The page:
I don’t watch as many animated movies as I should be, and realize I’ve missed out this year some big hitters. However on browsing the latest rental releases, this took my interest as I recalled really enjoying the first movie. This long time coming sequel pretty much picks up where we left off, with our super-hero family having to go about their crime fighting adventures in secret, with a law having been passed outlawing people with powers. This brings in a wealthy brother and sister who propose to change things for the better by hiring Elastigirl (voiced by Holly Hunter) to showcase just how good super heroes are to the masses.
I’m a little bit sick of this concept of the public unsure of or shunning super heroes. They almost becoming the enemy when there’s all too many actual enemies out there. A similar plot device was used in Captain America Civil War and Batman V Superman. Why does Hollywood think we want our heroes being portrayed with such distrust and fear? Aren’t they meant to be the heroes? Thankfully this admittedly very entertaining and visually arresting movie jumps between such plot threads and a twist on family responsibilities and throws in plenty of spectacular action. The villain though is sign posted a bit too well and I guessed their identity easily. Also there’s a clear feminist slant to the reversal of roles and some of the dialogue and themes, which yeah is everywhere right now. As unnecessary as it clearly is in a movie that was never just about the male lead anyway.
The voice work is top notch though including a welcome turn from Breaking Bad’s Bob Odenkirk, and Pixar’s animation is as gorgeous as ever (even if the character design is a bit ugly … what’s with Elastigirl’s massive ass?). Overall and considering the long wait for this, I was expecting a bit more … the villain is forgettable and cliched and the story adds nothing to the formula. As it stands though, this is still a lot of fun regardless of wasted potential.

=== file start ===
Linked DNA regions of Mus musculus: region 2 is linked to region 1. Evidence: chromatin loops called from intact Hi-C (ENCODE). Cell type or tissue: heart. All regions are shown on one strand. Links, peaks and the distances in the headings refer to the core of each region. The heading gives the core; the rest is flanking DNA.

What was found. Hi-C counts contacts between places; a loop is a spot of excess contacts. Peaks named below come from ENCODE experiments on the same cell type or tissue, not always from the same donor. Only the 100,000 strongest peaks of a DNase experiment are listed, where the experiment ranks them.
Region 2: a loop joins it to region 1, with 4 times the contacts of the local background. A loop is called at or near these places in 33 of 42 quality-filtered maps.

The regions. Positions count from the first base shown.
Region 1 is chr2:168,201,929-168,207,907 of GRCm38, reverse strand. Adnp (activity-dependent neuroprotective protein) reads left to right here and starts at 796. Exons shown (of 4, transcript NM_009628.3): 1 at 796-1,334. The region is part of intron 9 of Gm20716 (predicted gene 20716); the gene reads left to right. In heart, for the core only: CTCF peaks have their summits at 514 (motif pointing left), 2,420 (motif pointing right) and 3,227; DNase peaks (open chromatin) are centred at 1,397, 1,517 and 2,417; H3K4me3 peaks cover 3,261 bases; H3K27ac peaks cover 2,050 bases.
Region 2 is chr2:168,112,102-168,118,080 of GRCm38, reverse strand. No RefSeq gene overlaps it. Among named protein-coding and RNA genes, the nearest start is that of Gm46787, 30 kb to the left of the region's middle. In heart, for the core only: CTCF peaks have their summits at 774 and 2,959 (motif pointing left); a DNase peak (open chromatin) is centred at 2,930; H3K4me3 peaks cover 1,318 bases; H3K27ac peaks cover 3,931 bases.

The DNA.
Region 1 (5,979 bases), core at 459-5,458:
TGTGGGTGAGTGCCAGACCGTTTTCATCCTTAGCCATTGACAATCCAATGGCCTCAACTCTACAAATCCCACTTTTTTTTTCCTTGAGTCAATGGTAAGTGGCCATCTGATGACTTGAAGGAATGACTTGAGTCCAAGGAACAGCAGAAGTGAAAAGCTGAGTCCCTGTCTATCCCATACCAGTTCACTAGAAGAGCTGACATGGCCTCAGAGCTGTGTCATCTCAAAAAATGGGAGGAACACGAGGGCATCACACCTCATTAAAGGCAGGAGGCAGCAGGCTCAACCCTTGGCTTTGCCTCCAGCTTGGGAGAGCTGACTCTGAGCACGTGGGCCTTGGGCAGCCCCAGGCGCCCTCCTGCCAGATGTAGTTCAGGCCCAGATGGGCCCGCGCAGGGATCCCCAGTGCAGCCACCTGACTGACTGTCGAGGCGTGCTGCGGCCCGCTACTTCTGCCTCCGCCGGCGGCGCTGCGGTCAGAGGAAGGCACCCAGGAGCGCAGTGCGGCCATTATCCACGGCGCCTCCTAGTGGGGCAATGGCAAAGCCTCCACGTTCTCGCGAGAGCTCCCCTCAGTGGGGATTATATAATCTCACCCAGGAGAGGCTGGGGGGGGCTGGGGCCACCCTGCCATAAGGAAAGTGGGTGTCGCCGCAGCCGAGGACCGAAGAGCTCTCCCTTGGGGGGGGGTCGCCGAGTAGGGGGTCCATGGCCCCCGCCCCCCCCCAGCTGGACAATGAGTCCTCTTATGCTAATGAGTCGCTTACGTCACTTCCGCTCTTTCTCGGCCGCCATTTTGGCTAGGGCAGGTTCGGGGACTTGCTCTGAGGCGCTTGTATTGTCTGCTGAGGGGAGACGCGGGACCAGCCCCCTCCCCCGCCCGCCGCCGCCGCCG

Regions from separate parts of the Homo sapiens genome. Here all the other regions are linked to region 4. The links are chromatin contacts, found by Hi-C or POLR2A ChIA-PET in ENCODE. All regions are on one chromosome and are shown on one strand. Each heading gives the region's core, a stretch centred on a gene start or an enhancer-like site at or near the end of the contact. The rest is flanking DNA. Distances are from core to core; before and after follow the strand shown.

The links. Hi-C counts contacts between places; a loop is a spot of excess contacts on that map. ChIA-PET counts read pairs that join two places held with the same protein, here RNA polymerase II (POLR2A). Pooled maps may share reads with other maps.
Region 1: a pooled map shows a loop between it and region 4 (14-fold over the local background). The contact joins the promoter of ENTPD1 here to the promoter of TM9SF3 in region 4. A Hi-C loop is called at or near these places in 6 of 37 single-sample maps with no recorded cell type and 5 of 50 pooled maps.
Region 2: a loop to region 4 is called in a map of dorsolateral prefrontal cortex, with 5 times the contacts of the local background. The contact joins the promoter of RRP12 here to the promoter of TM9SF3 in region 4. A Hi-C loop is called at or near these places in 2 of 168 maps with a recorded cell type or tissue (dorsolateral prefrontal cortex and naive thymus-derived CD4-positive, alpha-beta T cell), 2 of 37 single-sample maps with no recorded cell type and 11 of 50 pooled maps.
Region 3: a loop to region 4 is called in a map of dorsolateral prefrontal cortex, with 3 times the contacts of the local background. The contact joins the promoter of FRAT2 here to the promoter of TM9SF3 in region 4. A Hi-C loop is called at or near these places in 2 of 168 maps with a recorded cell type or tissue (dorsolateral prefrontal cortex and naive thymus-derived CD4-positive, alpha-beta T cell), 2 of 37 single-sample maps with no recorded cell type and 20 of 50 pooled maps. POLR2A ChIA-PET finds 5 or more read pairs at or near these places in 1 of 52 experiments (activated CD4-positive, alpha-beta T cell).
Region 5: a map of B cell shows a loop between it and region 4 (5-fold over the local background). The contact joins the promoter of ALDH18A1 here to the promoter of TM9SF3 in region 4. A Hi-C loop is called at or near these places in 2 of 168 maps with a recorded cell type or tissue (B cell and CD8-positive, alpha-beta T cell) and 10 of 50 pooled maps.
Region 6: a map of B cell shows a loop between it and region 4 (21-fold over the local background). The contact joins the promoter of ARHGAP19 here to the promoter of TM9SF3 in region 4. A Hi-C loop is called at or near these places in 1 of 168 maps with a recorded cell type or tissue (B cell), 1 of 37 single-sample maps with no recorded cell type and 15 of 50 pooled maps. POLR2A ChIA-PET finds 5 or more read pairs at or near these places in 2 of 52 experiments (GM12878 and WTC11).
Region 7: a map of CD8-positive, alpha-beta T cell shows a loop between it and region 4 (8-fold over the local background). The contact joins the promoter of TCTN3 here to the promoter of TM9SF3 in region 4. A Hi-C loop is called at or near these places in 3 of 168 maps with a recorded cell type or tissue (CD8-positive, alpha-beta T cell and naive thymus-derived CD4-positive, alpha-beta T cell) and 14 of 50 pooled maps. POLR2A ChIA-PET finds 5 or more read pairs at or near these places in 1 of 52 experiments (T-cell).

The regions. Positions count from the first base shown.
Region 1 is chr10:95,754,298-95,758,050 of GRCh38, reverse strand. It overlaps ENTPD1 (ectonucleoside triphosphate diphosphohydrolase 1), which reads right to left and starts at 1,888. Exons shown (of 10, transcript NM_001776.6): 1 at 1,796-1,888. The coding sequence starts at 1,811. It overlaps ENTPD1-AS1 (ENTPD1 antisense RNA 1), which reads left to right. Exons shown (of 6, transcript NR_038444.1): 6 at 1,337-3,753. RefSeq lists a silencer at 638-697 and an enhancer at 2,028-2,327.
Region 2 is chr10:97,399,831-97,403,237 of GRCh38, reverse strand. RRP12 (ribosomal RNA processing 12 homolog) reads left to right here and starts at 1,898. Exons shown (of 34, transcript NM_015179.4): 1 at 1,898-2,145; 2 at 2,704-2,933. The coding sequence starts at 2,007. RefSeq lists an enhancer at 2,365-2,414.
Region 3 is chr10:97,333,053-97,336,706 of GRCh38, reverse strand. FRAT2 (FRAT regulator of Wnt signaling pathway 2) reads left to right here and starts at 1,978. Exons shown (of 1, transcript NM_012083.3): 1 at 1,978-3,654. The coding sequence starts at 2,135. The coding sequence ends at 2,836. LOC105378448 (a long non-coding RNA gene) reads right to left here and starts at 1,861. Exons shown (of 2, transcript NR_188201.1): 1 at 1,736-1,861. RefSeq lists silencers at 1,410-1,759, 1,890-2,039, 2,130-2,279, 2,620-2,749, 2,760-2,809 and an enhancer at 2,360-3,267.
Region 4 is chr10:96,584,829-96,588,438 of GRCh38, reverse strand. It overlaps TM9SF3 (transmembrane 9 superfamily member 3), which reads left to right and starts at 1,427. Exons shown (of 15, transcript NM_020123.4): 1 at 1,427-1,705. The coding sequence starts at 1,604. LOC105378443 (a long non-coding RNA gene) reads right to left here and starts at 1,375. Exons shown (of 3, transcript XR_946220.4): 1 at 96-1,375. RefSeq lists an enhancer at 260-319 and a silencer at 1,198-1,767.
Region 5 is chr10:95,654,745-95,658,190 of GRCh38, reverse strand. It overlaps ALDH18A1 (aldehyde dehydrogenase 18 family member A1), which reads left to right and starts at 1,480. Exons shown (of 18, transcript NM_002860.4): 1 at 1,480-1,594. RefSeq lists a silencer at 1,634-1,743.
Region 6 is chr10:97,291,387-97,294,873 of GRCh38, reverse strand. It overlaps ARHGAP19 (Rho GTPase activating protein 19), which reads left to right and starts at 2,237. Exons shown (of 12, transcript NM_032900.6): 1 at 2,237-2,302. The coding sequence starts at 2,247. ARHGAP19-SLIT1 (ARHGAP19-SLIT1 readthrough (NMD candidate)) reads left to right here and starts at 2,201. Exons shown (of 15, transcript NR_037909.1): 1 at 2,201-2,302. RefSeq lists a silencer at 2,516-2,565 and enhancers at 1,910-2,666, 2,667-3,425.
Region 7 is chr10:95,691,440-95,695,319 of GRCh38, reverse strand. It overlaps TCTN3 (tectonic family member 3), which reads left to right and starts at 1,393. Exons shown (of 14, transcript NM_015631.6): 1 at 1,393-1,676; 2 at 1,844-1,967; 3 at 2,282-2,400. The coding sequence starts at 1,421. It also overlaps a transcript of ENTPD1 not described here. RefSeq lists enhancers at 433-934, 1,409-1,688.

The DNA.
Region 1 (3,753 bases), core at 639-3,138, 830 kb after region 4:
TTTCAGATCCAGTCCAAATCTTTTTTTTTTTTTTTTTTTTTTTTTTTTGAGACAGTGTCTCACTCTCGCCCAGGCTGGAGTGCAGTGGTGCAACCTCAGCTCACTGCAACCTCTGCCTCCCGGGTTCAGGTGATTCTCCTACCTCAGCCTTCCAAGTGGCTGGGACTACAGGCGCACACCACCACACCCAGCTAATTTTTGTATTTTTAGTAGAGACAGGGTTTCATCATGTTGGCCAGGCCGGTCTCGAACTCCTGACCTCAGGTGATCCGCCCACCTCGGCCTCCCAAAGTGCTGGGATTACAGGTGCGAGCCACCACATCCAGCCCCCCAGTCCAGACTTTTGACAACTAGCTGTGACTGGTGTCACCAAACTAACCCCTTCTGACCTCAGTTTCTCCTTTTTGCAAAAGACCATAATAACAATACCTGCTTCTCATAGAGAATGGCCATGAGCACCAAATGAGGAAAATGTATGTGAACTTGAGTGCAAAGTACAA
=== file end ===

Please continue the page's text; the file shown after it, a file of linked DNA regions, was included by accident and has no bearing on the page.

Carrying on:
In hindsight, Kurt Russel makes for a perfect Santa Claus, but as I sat down to watch this I thought … really? I’ve been a fan of this guy for a long time (Kurt I mean, although who doesn’t like Santa?), and this story has two kids on Christmas Eve out to catch him in the act of delivering presents, and unwittingly sabotage Christmas when they stow away on his slay.
It’s a fairly typical Hollywood rendition of a Christmas movie and focuses on a family who have since lost the children’s father who was a fire fighter, and we get a stereotypical moody teenager on the brink of going off the rails with the wrong crowd, and a spirited younger sister who still believes in the magic of Christmas. I’ll admit the somewhat motor-mouth young girl playing the sister got irritating fast, and the squabbling between her and her brother was cliched as hell. Yet this is Kurt Russell’s movie and showcases an actor, who let’s agree hasn’t been in that big a stuff of late, seriously on top of his game and makes an initially grumpy Santa very likeable and fun. The movie’s budget sadly shows cut backs in the CGI department, with the elves looking like Minion rejects, and overly this isn’t that flashy or visually creative. A small twist towards the end involving Santa’s hat doesn’t make much sense either.
However for a perfect getting in the mood for Christmas experience, this does the trick, is funny, exciting in parts and delivers one of the most endearing Santas I think I’ve ever seen on screen. Worth a watch.
When news reached me that beloved Japanese animation house Studio Ghibli were closing their doors, I was concerned that the type of movies seemingly unique to that studio, would never see the light of day again. Thankfully that concerned was quashed on hearing about this release from new studio ‘Studio Ponoc’ and directed by Ghibli stalwart Hiromasa Yonebayashi. Based on the children’s book ‘The Little Broomstick’ by author Mary Stewart, we have Mary, a spirited young girl who stumbles upon an enchanted broomstick one day after wondering into a misty forest. Soon she is transported to another world, a school for witchcraft not dissimilar to Hogwarts, where the colourful characters may be hiding a secret linked to a sacred flower.
This is where the movie revealed an identity crisis, that lingered throughout. Despite best intentions and a charming veneer of wonder and imagination with top-notch hand-drawn animation … echoes of the movie’s heritage and titles like Spirited Away and Kiki’s Delivery Service meant it all quickly began to feel overly familiar. No bad thing but the characters whilst interesting to look at and with some typically bonkers design … lacked personality. Apart from Mary herself, an endearing yet clichéd character for this type of movie … the villains and various side characters just came off as typical, with the villain’s scheme also not fully explored.